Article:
Psychology and Theology

Exploring Contemporary Christian Spirituality: Origins & Diversity

Course Description

This course explores some of the diversity of contemporary Christian spirituality. Contemporary Christian spiritualities will be contextualized historically in terms of their development: from pre-Christian Greek philosophy and Old Testament prophecy through their theological-practical elaboration from the Desert Fathers & Mothers to monasticism, and across the Middle ages as mystical theology. Discussion will aim to balance the threefold branching of Christianity into Catholic, Orthodox, and Protestant. Our contemporary pluralistic globalizing context will situate current interest in and the formation of Christian spirituality today. 

Course Objectives

This course explores, rather than surveys, a number of forms of contemporary Christian spirituality. It is selective, not exhaustive; students are to gain an appreciation of the diversity of Christian spirituality as well as a better understanding of the origins of this diversity in the rich and deep (diversity of!) spiritual traditions of Christianity. Much of contemporary spirituality in western Christianity is experimental: this course approaches such experimentation critically, i.e. appreciating what is authentic and good while criticizing what is inauthentic or misguided in such experimentation. On the one hand, we want to be wary of “experimenting” with faith, as if it is one more commodity to be consumed for our personal interest, instead of taken deeply and seriously as a commitment of one’s whole being and as embodying our relation to God. On the other hand, we do not want to minimize the mysteriousness of how God works, nor let beliefs, doctrines, or fear rule out the living experience of the spirit in our lives, and in these respects we should be open to the experiential-within-the-experimental. Note that this tension – between suspicion and openness – might well be taking new forms today, but the tension itself is as old as Christianity, whether Jesus debating the Pharisees on how to interpret the law, or systematic theologians accusing “mystical theologians” of heresy.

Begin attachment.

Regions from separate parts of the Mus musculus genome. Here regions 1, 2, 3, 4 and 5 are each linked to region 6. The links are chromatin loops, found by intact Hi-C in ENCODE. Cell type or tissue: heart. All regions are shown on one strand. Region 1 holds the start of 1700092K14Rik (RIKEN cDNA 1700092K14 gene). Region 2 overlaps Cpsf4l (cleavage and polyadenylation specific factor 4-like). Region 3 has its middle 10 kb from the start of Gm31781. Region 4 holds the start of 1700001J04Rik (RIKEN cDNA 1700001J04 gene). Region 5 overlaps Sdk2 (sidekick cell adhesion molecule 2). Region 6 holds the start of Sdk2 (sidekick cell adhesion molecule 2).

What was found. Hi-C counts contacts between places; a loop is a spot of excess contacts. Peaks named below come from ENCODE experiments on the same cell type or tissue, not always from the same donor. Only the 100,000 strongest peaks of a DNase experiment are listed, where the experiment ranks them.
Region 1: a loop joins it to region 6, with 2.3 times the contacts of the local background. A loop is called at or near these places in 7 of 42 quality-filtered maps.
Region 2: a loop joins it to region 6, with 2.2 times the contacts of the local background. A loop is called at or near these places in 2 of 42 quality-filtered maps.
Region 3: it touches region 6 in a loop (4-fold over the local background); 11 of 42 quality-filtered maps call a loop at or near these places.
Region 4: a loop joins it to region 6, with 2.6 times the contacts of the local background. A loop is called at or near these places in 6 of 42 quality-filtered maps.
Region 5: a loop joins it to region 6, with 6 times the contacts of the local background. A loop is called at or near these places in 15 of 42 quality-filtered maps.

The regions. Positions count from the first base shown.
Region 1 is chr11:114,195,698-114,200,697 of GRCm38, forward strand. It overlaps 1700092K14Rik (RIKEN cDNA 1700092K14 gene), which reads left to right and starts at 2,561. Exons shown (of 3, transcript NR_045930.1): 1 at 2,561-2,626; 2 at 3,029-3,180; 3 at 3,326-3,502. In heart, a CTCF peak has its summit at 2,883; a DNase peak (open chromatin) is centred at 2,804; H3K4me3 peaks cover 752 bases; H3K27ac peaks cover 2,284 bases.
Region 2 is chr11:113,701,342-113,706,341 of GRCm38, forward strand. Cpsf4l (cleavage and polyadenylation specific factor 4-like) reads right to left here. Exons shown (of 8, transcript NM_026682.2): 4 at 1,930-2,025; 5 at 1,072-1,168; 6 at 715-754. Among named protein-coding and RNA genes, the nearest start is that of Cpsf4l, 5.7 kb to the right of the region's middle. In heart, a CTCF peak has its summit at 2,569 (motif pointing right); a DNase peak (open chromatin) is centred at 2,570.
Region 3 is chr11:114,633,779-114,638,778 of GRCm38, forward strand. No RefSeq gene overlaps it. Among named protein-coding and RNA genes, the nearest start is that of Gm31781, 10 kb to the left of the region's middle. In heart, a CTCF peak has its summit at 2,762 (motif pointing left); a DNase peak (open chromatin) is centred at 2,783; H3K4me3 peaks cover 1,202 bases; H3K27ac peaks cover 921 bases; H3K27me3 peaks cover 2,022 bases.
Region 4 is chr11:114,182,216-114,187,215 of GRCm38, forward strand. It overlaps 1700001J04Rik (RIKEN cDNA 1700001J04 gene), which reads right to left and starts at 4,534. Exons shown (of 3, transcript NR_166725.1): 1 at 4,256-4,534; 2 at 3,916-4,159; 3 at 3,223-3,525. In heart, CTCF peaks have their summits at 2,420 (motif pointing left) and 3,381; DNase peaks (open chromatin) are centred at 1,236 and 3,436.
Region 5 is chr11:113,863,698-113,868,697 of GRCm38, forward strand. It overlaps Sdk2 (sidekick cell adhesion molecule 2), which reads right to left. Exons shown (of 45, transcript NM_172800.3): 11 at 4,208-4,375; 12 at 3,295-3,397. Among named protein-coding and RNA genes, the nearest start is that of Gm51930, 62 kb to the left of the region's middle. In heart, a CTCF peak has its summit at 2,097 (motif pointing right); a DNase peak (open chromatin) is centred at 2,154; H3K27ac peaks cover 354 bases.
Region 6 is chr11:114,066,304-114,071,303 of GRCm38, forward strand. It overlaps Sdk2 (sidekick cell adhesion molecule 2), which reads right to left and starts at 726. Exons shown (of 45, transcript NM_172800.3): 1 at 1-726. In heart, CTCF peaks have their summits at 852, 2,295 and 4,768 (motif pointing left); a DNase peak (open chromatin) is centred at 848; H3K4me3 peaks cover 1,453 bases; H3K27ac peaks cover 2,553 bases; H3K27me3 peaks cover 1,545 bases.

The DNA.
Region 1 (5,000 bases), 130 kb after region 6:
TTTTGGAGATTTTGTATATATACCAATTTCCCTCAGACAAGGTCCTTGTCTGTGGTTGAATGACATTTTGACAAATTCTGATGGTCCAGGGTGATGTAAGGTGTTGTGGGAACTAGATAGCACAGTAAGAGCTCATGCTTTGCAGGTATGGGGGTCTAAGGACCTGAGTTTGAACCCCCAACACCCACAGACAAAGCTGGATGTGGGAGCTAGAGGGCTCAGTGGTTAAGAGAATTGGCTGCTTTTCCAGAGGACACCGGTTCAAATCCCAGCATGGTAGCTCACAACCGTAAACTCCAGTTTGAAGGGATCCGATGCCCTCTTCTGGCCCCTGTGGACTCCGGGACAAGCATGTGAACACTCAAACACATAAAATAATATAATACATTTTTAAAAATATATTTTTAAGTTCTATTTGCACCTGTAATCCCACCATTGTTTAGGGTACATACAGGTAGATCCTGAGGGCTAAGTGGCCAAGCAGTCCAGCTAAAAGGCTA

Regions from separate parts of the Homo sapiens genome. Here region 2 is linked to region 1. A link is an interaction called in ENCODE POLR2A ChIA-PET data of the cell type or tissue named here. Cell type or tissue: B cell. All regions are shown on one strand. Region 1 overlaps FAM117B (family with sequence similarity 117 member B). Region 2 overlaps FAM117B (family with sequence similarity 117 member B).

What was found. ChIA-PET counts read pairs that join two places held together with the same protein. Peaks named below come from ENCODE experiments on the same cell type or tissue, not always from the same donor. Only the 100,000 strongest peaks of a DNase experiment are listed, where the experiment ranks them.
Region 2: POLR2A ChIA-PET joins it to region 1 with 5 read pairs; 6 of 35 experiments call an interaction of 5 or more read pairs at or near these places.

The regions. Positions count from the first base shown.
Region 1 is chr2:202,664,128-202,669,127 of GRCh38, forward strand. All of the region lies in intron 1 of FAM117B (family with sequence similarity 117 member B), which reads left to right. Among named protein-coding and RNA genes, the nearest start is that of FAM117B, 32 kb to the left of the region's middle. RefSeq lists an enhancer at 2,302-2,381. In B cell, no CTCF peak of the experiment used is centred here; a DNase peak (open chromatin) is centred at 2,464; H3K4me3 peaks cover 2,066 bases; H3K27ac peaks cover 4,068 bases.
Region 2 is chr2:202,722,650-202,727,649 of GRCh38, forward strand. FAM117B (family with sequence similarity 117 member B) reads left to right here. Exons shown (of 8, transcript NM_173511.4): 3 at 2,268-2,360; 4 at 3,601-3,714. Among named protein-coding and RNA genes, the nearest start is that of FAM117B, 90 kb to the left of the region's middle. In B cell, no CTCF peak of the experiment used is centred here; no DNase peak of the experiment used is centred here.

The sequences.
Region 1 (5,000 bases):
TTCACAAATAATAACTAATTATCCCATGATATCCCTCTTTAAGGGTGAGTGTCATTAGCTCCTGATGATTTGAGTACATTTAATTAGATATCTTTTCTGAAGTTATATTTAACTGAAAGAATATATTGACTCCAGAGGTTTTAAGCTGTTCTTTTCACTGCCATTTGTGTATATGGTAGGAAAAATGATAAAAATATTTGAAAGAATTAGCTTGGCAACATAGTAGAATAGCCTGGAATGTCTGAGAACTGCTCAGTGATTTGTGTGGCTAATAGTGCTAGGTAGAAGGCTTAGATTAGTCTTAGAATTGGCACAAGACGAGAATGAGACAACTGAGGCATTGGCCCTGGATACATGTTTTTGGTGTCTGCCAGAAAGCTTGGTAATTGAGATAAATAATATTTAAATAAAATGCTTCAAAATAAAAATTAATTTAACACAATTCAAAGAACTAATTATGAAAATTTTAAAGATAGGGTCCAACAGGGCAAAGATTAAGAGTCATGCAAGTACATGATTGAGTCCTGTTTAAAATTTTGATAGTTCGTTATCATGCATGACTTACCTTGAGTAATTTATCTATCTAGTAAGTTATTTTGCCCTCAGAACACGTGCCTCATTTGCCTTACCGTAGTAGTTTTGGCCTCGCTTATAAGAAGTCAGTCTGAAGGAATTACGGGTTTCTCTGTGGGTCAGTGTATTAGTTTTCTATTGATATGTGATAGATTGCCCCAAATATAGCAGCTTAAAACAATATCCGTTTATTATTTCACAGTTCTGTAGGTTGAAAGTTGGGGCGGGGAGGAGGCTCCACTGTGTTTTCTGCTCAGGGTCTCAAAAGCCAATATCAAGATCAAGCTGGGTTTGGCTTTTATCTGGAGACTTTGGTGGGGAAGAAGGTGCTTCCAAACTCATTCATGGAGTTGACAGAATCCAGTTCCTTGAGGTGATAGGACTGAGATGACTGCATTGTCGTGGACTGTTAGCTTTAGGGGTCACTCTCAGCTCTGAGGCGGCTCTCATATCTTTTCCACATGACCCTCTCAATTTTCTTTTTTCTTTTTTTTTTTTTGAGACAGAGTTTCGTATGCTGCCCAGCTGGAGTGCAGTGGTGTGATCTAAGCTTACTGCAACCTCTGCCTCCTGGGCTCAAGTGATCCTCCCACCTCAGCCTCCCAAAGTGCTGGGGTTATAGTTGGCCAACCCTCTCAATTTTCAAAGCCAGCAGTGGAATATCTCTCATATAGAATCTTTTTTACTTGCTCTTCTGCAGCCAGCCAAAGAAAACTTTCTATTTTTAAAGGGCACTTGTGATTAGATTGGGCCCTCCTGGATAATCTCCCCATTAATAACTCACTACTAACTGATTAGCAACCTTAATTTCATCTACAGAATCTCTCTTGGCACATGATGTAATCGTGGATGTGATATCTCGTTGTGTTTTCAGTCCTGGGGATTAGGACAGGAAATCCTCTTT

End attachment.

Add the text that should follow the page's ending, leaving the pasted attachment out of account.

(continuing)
The openness to the experiential aspect within spirituality, and thus a focus on spirituality as felt, practiced, and disciplined, rather than as belief system, metaphysical theory, or doctrine, is also why the course is cross-listed as a psychology course. Much of “ancient spirituality” is being revisited, appropriated, re-examined, and newly appreciated for its profound psychology. In addition to academic study of texts to inform and contextualize contemplation, this course emphasizes the experiential aspect of spirituality as practiced (and therefore, necessarily, as contemporary!). Psychological research documenting the effects of spirituality will be examined and discussed, the relationship between contemplation and other forms of spiritual discipline will be considered, and contemporary psychological understandings of motivation, consciousness, the ego and ego-development, will be incorporated into our study of Christian spirituality. Students will be required to engage in some type of experiential practice as part of the expectations of this course.

Required Texts:

Nataraja, K., (Ed.). (2012). Journey to the heart: Christian contemplation through the centuries – an illustrated guide. Maryknoll, New York: Orbis Books.

Recommended Texts:  

Bourgeault, Cynthia. (2004). Centering prayer and inner awakening. Lanham, MD: Cowley Publications. 

Ware, K., & Leclerq, J. (1985).Ways of prayer and contemplation: Eastern & Western, in Christian spirituality: origins to the twelfth century, edited by Bernard McGinn and John Meyendorff, pp. 395-426. New York: Crossroad.

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